Microsoft Will Discontinue Support For Internet Explorer In Windows 10

It's the end of an era that users are unlikely to miss.
SIA Team
June 15, 2022

Internet Explorer is retiring just before its 27th birthday. As previously announced in May, Microsoft will discontinue support for the Internet Explorer 11 desktop app in Windows 10’s Semi-Annual Channel on June 15th. If users running Windows Server 2022 or an earlier OS release with a long-term service extension, they still get IE11 support, but for most people, this is the end of software updates. Windows 11 does not include an Internet Explorer desktop app.

The deadline closes a bittersweet chapter in Microsoft’s history. Internet Explorer debuted alongside Windows 95, providing many people who had not previously used early browsers such as Netscape Navigator with their first taste of the web. It was instrumental in popularizing the internet and became synonymous with going online for some — it had 95 percent of usage share by 2003 and wasn’t surpassed by Edge until 2019.

Internet Explorer, on the other hand, was closely linked to some of Microsoft’s worst practices. While bundling IE with Windows aided newcomers to the web, it also stifled competition. The US antitrust case against Microsoft in 2001 revolved around allegations that the company abused Internet Explorer restrictions to maintain Windows’ market dominance. The browser also gained a reputation for poor security (particularly via ActiveX controls) and non-standard rendering, which frequently forced website designers to optimize for IE.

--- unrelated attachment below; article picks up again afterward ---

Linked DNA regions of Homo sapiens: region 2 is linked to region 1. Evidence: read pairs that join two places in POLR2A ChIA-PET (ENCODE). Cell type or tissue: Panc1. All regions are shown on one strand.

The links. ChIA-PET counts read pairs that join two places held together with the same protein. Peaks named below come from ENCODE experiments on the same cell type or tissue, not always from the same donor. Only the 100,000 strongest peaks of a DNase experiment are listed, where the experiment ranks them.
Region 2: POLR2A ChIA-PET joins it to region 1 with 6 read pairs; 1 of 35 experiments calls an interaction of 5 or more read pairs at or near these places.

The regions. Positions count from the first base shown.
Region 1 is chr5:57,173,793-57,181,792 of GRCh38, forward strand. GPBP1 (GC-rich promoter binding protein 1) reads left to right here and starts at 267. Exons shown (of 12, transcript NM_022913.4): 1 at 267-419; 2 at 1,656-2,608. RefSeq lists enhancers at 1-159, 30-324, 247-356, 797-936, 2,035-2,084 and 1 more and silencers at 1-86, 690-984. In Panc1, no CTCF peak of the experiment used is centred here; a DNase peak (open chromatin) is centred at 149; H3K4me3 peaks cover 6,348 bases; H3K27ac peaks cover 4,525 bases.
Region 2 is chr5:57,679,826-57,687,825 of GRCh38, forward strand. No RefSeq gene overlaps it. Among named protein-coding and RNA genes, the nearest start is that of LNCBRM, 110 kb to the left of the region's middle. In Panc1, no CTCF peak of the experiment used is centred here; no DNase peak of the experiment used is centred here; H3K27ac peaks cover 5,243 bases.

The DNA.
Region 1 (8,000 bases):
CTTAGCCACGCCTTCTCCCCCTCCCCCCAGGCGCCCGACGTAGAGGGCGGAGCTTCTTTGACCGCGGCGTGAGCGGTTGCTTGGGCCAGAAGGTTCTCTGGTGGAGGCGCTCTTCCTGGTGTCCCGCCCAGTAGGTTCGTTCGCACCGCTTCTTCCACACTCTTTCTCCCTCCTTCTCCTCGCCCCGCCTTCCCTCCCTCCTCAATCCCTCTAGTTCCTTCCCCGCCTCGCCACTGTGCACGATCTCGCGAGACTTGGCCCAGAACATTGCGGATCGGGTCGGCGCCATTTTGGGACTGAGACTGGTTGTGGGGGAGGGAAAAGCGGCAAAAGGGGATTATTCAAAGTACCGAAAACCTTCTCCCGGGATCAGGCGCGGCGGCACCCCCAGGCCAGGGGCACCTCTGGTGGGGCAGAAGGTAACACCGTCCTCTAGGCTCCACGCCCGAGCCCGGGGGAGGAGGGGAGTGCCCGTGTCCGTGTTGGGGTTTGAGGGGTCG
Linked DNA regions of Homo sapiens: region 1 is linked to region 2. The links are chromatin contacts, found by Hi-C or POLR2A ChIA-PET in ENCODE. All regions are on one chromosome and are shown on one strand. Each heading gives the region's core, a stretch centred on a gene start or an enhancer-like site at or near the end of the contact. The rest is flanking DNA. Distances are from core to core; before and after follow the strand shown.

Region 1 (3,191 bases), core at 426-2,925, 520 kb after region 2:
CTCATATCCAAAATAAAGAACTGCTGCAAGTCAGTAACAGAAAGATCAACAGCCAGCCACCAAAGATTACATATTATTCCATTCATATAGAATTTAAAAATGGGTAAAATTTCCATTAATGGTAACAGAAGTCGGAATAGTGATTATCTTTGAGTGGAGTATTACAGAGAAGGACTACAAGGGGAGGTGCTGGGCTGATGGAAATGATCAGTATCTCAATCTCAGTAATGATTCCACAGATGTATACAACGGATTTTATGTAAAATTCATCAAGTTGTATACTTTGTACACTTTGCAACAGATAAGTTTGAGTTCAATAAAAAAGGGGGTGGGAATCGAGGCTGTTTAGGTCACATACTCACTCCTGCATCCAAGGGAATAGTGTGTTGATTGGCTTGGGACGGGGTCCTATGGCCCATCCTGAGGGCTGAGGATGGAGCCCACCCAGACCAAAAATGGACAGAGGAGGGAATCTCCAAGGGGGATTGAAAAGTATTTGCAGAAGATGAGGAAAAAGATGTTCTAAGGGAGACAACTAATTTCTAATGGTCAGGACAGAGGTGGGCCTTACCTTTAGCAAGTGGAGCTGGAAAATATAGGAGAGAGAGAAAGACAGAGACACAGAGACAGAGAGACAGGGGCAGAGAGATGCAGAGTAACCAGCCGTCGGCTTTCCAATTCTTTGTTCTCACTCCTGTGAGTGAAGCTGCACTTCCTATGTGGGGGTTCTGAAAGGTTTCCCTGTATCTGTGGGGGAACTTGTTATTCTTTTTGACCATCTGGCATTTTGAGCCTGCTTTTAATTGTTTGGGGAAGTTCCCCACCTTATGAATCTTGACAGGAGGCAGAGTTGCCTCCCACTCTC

Microsoft eventually addressed some of IE’s most glaring flaws, but the slow pace of change aided the rise of browsers like Google Chrome and Mozilla Firefox — there’s a reason why the current Edge browser is based on Chromium rather than in-house technology.

If users’ only need compatibility with the older web engine, the Edge browser’s IE Mode will continue to receive support until 2029 or later. Microsoft, on the other hand, will not be subtle in its push for its newer browser. In the coming months, the company will “progressively” redirect users from IE to Edge, and will permanently disable the old software via a Windows update.

As a result, users are unlikely to miss Internet Explorer much. However, it is difficult to ignore the program’s impact, and its flaws eventually led to more browser options as well as a shift toward true web standards. The legacy of IE may live on for many years.